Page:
On 1st November, the Registry Trust published the statistics for CCJs in the third quarter of 2016, saying:
Consumers in England and Wales are facing a decade-high level in the number of CCJs. … There was a year on year increase nearing 50 percent in the third quarter of 2016, with more than a quarter of a million (256,847) judgments registered against consumers in England and Wales.
This article looks at the possible reasons why the numbers are rising. The first point is this isn’t a temporary blip. There has been a steady rise in the number of judgments every month since April this year, going up to September’s total of over 93,000 consumer CCJs.
The after effect of the 2008 crash?
18 months ago I looked at why CCJ numbers had gone up in Q1 2015. I argued this wasn’t because debt collectors were more ready to to go to court, instead the increase was because a lot of debts defaulted in 2008-10 were coming up to the six year statute barred point. I still think that reason was correct then.
There were significant numbers of people who got into financial problems in 2010-12, as prolonged wage freezes, reduced hours and welfare cuts started to bite. But to argue that this cohort of debt problems is much larger than the ones resulting from 2008-10 doesn’t seem plausible.
Unpaid payday loans?
The peak for payday loans was probably 2010-2013 and many customers ending up defaulting on their final loan. Although the timing looks possible for these to be feeding through to CCJs now, I haven’t heard of this happening on any significant scale, let alone many thousands per month for the last six months. If this is a factor, it is a small one.
The insolvency figures are up so perhaps times are just tough?
The Q3 individual insolvency statistics in England and Wales showed a large increase, though a lot less than the CCJs figures are showing. Much of the jump in insolvencies has resulted from not from macro-economic woes but insolvency-specific reasons: the ending of many DMPs and moving bankruptcy applications online. The increase in insolvency in Scotland was much lower, so a simplistic diagnosis of “tough times” doesn’t seem likely.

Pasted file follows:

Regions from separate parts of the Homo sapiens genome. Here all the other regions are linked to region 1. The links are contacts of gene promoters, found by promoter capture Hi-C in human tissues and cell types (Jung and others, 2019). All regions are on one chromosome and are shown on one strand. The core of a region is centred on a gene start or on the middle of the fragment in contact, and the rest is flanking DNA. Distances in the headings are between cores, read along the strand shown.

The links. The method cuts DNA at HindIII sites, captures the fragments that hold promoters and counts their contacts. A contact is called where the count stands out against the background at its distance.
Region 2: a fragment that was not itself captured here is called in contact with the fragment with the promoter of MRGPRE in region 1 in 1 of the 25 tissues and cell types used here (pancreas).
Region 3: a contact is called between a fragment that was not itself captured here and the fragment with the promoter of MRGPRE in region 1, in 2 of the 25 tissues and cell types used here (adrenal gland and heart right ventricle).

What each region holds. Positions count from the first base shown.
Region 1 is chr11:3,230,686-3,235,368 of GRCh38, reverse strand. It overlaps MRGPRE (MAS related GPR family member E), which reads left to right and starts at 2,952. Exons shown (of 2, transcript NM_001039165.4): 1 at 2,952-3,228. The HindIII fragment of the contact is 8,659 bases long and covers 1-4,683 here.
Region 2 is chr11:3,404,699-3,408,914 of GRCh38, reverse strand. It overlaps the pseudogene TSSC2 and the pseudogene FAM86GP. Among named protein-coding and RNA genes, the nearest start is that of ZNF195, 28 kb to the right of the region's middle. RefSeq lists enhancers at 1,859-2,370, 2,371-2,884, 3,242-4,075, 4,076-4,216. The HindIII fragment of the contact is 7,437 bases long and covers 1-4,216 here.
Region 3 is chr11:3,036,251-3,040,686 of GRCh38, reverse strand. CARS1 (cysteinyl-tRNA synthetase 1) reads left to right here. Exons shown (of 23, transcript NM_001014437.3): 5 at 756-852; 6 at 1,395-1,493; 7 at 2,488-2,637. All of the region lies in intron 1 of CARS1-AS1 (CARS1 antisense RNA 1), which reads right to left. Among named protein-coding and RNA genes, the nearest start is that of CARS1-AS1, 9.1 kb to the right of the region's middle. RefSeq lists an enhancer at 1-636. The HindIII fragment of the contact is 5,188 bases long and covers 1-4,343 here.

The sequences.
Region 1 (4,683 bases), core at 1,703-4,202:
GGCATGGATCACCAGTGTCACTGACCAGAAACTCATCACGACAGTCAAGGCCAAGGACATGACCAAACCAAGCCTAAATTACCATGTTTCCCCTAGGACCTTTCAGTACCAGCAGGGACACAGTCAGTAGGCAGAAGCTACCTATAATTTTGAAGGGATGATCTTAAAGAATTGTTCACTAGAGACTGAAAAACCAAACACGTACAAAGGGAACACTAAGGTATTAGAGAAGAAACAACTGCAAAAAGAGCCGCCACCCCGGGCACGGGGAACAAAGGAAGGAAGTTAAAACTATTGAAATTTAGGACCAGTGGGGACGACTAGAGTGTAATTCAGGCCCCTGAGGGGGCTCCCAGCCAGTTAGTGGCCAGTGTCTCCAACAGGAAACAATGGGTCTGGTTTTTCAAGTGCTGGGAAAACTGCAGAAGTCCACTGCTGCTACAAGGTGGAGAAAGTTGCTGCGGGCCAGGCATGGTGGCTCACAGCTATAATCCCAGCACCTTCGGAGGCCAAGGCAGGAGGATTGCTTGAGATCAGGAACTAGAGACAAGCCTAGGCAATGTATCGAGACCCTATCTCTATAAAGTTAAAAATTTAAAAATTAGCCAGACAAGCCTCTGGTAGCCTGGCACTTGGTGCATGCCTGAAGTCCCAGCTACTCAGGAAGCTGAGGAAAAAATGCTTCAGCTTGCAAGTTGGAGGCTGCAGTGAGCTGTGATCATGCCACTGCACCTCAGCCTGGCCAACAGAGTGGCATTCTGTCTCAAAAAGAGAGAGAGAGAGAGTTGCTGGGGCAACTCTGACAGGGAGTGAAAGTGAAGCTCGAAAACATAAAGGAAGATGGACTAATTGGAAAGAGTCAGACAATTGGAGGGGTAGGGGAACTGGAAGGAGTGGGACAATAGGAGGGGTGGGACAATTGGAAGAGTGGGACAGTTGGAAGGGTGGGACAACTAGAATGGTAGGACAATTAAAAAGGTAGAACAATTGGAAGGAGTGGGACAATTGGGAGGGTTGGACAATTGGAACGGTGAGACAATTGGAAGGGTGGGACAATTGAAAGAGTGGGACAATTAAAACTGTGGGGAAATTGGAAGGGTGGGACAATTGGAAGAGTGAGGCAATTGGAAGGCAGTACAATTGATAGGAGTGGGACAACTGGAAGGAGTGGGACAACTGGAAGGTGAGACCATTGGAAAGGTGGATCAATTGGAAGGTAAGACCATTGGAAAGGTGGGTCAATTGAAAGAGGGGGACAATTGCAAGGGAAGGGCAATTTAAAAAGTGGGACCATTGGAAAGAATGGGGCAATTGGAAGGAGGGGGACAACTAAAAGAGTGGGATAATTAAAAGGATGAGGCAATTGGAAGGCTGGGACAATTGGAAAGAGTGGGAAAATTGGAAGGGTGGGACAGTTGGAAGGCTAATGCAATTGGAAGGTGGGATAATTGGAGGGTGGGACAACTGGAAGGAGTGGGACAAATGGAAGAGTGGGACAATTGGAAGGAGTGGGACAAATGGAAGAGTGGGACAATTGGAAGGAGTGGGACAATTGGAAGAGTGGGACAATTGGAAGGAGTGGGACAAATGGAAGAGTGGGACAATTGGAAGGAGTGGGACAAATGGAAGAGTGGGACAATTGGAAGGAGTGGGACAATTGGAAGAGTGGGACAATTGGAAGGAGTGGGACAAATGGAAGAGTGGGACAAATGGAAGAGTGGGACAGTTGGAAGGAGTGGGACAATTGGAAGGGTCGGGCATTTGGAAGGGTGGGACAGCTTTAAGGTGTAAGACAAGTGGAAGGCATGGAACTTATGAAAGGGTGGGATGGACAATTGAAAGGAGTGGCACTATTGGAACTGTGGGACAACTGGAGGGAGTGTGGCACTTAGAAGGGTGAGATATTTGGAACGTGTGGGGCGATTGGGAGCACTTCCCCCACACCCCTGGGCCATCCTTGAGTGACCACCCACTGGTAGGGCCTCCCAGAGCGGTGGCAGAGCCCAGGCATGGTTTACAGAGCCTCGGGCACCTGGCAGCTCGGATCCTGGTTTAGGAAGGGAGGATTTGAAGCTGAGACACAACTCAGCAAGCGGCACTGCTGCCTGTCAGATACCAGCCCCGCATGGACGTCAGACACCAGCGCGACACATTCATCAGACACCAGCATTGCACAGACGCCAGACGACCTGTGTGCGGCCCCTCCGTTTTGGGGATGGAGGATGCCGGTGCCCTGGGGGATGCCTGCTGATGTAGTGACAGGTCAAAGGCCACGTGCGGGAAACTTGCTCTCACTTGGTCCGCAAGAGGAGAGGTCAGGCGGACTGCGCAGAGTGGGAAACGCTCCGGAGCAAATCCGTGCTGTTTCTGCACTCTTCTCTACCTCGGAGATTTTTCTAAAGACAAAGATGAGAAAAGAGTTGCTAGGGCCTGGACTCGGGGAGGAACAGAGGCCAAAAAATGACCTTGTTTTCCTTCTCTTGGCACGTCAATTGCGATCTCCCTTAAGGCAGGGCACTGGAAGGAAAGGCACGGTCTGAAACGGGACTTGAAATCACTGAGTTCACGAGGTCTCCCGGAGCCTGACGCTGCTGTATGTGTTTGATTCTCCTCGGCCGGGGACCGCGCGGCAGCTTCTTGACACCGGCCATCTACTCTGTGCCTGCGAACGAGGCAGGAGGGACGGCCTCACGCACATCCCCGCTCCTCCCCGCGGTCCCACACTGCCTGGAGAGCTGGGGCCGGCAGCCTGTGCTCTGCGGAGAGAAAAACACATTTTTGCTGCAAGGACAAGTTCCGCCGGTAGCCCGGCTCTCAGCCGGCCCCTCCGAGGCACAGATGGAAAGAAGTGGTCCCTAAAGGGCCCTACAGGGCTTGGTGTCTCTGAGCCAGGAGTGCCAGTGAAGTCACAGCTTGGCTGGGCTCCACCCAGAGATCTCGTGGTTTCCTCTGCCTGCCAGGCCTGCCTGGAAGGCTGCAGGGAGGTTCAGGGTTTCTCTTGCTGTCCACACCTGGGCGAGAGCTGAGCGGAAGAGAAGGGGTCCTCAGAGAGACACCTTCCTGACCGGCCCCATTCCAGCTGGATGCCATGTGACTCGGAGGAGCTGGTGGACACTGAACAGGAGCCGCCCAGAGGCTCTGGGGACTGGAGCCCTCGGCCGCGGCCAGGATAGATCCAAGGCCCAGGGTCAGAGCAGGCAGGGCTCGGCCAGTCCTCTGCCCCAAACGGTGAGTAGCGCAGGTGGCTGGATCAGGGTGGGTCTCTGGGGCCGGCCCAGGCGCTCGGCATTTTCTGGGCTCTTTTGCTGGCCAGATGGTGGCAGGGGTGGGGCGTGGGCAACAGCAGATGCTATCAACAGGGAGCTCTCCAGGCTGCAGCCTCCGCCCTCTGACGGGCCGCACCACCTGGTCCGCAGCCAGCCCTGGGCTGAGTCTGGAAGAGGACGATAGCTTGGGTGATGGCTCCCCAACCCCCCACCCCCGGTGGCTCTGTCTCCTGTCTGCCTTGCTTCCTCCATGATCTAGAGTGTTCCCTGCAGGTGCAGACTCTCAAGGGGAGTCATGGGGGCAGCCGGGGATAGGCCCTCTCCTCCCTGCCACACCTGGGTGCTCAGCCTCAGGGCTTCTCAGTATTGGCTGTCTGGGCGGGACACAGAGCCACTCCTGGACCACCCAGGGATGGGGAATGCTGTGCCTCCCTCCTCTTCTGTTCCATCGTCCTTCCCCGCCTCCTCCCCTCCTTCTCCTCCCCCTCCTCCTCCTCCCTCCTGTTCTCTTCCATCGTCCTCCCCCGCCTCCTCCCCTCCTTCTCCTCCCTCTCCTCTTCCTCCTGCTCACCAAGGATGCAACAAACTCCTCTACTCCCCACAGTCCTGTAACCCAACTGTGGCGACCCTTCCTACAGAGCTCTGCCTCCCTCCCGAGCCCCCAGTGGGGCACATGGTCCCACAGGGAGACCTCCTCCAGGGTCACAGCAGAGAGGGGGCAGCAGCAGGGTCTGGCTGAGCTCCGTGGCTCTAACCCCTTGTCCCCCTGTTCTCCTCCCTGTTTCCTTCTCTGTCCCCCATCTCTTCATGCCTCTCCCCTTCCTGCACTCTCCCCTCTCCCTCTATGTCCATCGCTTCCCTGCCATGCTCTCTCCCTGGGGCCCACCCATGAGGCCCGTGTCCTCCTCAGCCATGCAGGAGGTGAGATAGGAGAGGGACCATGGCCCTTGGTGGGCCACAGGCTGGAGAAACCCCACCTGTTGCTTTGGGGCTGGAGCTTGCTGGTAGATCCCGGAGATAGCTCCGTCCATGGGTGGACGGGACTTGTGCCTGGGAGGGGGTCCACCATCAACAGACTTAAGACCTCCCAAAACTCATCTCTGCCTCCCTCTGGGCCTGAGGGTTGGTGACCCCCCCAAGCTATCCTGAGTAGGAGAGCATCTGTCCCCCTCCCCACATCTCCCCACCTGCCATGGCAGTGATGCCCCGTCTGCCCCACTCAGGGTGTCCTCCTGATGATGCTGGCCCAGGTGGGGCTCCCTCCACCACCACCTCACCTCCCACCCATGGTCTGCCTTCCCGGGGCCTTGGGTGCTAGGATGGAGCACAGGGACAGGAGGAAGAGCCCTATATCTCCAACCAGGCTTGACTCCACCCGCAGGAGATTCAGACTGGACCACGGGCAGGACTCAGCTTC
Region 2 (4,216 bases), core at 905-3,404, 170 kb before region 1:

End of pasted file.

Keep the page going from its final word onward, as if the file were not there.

Easier to trace debtors?
Someone suggested to me that the credit reference agencies were getting much better at piecing together credit records from different addresses. That’s true, it is now harder to hide from your debts than five or ten years ago. But I don’t think it can account for the very recent rise in CCJs.
Lots of CCJs people are unaware of?
The Mail has been running an campaign recently pointing out this issue:
Banks, utility companies and parking cowboys are obtaining hundreds of thousands of CCJs every year at an office building in Northampton over alleged debts of as little as 1p. More than eight in ten are uncontested, with victims saying warnings are often sent to old addresses, which means they cannot challenge them.
This is a serious problem for those affected – and really there is little excuse for it because it is now much easier to trace people and make sure the court papers are sent to the correct address. But the numbers are not tens of thousands a month and I haven’t seen any evidence saying that the problem has got dramatically worse recently. This can’t account for the new CCJ statistics.
Debt collectors are going to court more readily?
I have heard a couple of reasons suggested as to why debt collectors may be taking more court action:
- collection rates are falling. This may be because increased regulation (treating customers fairly, looking out for vulnerable customers etc) is makes it harder to collect debt, or because there are more people with very low Disposable Income. A CCJ may make a debtor who has been ignoring letters get in contact and it is then there if their situation later improves.
- cost of buying debt is falling. Anecdotally some debt sales are going through for less than a penny in the pound. This leaves debt collectors with more margin to afford the court court costs of CCJs.
I don’t think the other “external” reasons can account for much of the recent CCJ increase, even when they are all taken together. It does feel as though there has been a change of policy by some, possibly many, debt collectors so that they are now taking more debtors to court for a CCJ.
Practical implications if you are in debt
Don’t panic if you get a letter saying your debt has been sold to a debt collector. Although this article says debt collectors are more likely to take you to court for a CCJ, this is much less likely to happen if you make an arrangement to pay. It’s a good idea to get some good advice on your options, especially if you have more than one debt. Doing this now may prevent any problems with CCJs in the future.
You need to act if you are already being taken to court for a debt, don’t ignore any court forms. If you can only afford to pay a little every month, then make an offer to the court, see What to do if you get a Claim Form.
If you have a letter saying you have a judgement against you, read What to do if you have a CCJ to see what your options are.